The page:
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I’ve been thinking a lot this week about the connection between the state of our physical bodies and our emotional and spiritual mindset. We may be spiritual beings, but how our bodies feel can greatly effect our emotions, how we act, even how we view God. If we’re cold, hungry, tired, or in pain it’s very difficult to act in a godly fashion towards others or to think about praising God. Of course we’re always told to rise above such things, and it is important to be able to do that when necessary. But what if it’s not necessary, because the source of discomfort is something extremely fixable?
I enjoy reading Gretchen Ruben’s blog “The Happiness Project“, which is her journey to try and create for herself a life which is, on the whole, happier than it had previously been. These sorts of books, projects and blogs are extremely popular right now, and I am very ambivalent about them, as I think many Christians are. The idea that happiness is something you can achieve on your own or create for yourself runs against all Christian ideals, which hold that God is the source of all joy and happiness. And yet, some of the tips and tricks offered are helpful and effective in making many aspects of life easier, more fun, or more pleasant. It’s hard to argue with that.
One of the things frequently mentioned on the Happiness Project Blog is to identify your problem. In other words if you are cranky or sad or anything else, try to trace the source of that feeling back to it’s cause and look for a simple solution. This worked for me earlier this week when I found myself in a state of high anxiety, near a panic attack, really, for several days on end. My heart was racing, I was sweating and nervous. I had several reasons to be anxious, but none of them warranted such an extreme or persistent reaction. I spend a lot of time praying for God to relieve my stress and anxiety, but nothing changed.
Finally, I took a look at my behavior and realized that I had recently changed my beverage habits. In addition to my normal tea, I had added morning coffee and been drinking soda with dinner. Plus, I had run out of advil at work and brought in a bottle of Excedrin which contains tons of caffeine. In short, I wasn’t under spiritual attack, per se: primarily, I was just over-caffeinated. I cut out all caffeine and today I feel fine. All the same stressors remain, and I am appropriately concerned about them, but not to the point where it effects my ability to function or trust God.
God, of course, could have magically lifted my anxiety and physical symptoms and calmed me. But that wasn’t really the problem. It wasn’t a lack of faith so much as that I had, through inattention, put myself in an unhealthy physical situation, and I needed to fix it. Praying certainly helped me think about the problem and find the answer, but the source wasn’t spiritual or emotional – it was purely physical.
The Bible has a lot to say about suffering and sacrifice. Jesus tells us if someone tries to take our coat, give it to him, and our sweatshirt too! Paul tells us of all the things he has suffered to bring the Gospel to the corners of the Earth. Many people are martyred for Christ. However in every instance that suffering or sacrifice is discussed in the Bible, whether it is something we are doing willingly or something God is leading us into, it is always for the benefit (physical or spiritual) of someone else, to spread the Gospel, or as way for us to grow and depend on God more. Despite what certain sects of monks have said over the centuries, the Bible is not big on suffering for no reason.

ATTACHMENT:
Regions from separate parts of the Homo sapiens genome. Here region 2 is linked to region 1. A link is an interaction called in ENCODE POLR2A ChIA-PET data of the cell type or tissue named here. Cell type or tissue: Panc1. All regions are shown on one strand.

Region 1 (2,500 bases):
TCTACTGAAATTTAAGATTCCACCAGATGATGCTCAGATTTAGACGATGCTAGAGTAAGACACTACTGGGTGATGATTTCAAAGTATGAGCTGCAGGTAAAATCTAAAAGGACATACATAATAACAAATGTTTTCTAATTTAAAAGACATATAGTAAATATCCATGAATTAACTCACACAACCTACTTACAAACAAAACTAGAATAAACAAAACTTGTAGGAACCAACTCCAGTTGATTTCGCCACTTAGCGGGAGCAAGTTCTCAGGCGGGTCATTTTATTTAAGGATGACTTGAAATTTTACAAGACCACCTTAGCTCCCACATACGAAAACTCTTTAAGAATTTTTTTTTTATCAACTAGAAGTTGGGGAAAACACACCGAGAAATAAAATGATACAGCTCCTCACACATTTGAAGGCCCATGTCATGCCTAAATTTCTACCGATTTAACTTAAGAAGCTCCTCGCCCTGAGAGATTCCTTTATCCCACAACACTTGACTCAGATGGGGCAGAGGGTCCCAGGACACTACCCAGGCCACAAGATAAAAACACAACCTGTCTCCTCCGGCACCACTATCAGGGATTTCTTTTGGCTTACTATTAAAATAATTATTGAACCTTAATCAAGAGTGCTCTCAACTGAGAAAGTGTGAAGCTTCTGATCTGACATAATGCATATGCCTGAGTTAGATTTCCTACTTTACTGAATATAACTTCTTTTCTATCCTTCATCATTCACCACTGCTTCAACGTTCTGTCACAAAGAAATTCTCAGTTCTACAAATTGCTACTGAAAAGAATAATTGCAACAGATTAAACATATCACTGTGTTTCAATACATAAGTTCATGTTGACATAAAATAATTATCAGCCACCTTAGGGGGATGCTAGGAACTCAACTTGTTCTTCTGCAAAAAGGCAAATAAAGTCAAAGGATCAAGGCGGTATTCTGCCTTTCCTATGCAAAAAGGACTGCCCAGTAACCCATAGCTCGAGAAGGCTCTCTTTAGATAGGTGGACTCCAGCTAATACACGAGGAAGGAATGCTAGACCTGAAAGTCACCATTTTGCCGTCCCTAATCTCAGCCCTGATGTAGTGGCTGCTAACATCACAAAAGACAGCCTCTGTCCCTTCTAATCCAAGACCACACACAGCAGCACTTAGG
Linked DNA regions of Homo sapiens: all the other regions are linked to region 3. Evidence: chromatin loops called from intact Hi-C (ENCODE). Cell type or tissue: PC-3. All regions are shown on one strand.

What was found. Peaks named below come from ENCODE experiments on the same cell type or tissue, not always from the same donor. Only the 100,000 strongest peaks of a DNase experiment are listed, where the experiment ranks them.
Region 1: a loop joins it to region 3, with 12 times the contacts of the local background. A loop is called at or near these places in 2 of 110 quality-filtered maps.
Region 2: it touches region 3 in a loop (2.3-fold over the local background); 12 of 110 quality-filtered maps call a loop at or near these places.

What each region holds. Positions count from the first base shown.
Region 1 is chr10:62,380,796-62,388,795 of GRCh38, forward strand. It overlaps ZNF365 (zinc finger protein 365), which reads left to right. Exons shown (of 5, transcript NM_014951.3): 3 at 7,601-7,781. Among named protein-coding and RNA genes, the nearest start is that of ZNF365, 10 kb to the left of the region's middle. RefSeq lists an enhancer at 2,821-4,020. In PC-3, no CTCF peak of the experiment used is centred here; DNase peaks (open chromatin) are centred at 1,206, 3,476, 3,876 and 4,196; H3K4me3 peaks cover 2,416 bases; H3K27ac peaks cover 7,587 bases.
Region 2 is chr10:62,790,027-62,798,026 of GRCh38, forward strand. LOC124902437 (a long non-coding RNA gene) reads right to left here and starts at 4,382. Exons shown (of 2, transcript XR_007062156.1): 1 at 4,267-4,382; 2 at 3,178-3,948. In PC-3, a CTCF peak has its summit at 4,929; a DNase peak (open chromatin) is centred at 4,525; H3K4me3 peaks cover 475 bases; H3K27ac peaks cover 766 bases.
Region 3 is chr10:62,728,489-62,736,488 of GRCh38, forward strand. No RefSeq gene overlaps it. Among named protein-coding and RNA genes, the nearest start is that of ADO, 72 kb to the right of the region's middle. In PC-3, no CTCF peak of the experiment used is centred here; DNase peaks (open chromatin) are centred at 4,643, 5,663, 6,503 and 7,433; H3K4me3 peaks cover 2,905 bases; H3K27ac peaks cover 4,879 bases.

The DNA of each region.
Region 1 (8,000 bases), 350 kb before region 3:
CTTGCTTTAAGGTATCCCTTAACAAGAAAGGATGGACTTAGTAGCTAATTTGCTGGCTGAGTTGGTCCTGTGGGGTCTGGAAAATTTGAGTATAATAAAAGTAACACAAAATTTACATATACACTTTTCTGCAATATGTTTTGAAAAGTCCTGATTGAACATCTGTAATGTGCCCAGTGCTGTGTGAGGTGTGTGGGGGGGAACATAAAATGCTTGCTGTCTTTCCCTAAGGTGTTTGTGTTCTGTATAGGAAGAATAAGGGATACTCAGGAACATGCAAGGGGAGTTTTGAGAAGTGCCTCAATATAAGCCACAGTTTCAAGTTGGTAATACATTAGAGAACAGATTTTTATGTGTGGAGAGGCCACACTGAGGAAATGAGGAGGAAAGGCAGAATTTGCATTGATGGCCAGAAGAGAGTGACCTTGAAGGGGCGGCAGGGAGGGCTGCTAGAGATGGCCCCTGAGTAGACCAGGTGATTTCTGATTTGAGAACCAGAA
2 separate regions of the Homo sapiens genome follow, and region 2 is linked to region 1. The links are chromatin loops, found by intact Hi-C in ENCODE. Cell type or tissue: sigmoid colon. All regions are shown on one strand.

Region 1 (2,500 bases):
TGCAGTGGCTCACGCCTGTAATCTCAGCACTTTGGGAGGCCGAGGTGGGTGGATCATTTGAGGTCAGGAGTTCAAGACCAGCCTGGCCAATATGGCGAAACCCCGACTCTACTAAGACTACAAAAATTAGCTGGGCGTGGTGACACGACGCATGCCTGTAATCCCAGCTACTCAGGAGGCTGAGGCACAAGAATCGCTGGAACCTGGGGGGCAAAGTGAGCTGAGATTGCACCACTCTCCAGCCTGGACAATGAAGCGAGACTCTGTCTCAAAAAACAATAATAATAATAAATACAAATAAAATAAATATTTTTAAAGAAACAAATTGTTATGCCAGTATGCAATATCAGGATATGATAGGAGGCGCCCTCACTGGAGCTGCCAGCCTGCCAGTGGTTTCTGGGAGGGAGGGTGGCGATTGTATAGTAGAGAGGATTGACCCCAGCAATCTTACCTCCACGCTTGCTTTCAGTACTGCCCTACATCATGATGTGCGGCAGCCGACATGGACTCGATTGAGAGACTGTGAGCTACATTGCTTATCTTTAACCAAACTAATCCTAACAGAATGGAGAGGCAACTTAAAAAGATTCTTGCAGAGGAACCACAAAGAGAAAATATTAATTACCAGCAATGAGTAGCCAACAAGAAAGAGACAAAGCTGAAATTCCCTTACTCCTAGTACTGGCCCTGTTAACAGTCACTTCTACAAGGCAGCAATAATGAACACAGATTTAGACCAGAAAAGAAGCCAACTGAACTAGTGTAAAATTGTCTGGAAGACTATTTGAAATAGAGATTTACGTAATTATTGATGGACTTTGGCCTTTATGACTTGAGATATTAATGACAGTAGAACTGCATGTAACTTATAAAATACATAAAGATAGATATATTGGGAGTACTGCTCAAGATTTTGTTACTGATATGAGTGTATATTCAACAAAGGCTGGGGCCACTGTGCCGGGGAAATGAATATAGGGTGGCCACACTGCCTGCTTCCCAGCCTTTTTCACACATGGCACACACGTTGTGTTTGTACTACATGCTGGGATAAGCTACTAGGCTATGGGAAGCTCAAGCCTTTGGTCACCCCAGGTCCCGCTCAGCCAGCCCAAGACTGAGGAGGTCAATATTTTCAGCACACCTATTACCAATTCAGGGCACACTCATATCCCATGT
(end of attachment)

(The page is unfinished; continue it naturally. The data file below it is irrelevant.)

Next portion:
Going without a coat in the winter because you gave it to someone who needed it an can’t afford a new on is a form of suffering for another’s benefit, and trying to rise past the physical discomfort to still have a good attitude and relationship with God is a noble goal. But going without a cold in the winter because you forgot it and were too lazy to go back for it has no purpose and will probably not result in anyone’s growth or benefit. Fasting to grow closer to God is laudable; skipping lunch because you’re busy and then feeling terrible all day is not. In fact, your discomfort is more likely to make you snappish and unpleasant towards others. Christ is not served and the Gospel is not spread by you taking out your bad mood on friends, family, co-workers, or strangers.
In fact, I would say that needless discomfort is actually a kind of sin, if it ends up negatively effecting you, those around you, and your relationship with God. We are all extremely influenced by our physical bodies, and while learning to not let your mood, attitude, or actions be solely determined by how we feel is a valuable spiritual lesson, there is no point in learning to rise above a feeling that didn’t need to exist in the first place. When suffering has a goal or purpose it is much easier to get perspective on the situation and let God be our comfort and joy. But when you are miserable for no reason, it’s difficult to overcome because you also have to add the annoyance you feel at being miserable for no reason and you know there is no greater purpose to the suffering.
I am guilty of this often. I get very cranky when I am hungry, and I get very sleepy and lazy when I am cold. Often to the extent that I am not even in a frame of mind where I want to pray to get beyond those feelings and instead just give into them. And yet I will wait too long to eat or opt not to bother to go to the trouble of putting on a sweater, even though if I stopped to think about it I would realize that those simple actions would improve my physical and emotional state greatly in a very short time.
The world throws enough unavoidable pain, trouble, and discomfort our way in life, and still more we may choose to help others or to preach the Gospel. Making our lives harder for no reason only depletes the emotional resources we need to deal with actual, inevitable hardship and is a form of ingratitude. We have a hard enough time maintaining a close relationship with God, treating others well, and having a good attitude without putting up more barriers for no good reason.
It is important to know ourselves and know how we react to various situations so we can avoid the things that we know make us susceptible to sinning towards God and others. Just like we would consider it wrong to not seek treatment for a disease, we have to remember that we have a responsibility to ourselves and those around us to take care of ourselves as much as possible so that we are able to sacrifice for others when need be, instead of being a burden on them through bad attitudes, complaining, and ungodly thoughts and actions.